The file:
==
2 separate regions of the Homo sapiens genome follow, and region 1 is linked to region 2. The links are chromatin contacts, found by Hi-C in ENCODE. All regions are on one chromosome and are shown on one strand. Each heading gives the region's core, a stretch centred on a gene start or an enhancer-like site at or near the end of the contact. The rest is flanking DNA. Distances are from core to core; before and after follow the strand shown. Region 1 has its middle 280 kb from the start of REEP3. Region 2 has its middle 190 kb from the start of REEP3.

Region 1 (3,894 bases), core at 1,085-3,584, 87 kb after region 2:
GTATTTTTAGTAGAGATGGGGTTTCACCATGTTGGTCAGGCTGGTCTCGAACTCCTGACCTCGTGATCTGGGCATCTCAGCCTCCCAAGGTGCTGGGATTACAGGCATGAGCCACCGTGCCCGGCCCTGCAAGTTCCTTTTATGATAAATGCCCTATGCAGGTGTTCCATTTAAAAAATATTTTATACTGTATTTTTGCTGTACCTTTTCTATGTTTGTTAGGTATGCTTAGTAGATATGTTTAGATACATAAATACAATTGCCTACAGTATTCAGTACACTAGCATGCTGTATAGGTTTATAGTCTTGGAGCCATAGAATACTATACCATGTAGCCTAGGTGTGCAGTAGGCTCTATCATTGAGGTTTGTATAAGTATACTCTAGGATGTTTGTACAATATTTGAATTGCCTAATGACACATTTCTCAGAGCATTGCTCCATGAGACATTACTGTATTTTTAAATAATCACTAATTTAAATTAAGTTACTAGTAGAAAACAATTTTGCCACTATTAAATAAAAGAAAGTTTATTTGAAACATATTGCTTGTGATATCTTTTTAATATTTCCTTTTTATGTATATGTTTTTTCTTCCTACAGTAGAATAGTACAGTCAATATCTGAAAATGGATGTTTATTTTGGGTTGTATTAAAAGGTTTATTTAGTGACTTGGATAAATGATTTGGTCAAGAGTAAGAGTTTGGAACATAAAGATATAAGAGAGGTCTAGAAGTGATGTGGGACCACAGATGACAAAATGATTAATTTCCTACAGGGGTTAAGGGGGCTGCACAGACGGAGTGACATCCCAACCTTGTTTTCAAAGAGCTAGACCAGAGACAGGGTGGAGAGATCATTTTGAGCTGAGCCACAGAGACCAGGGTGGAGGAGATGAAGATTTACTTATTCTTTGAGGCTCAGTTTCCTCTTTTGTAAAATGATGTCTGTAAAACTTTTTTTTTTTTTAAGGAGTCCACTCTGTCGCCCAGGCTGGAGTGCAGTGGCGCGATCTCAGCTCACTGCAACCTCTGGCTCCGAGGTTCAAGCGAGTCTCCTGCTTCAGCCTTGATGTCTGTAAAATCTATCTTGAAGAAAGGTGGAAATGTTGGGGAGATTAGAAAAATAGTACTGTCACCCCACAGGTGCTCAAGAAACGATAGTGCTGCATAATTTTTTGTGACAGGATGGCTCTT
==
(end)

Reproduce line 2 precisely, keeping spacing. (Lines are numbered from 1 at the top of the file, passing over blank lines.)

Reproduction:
Region 1 (3,894 bases), core at 1,085-3,584, 87 kb after region 2: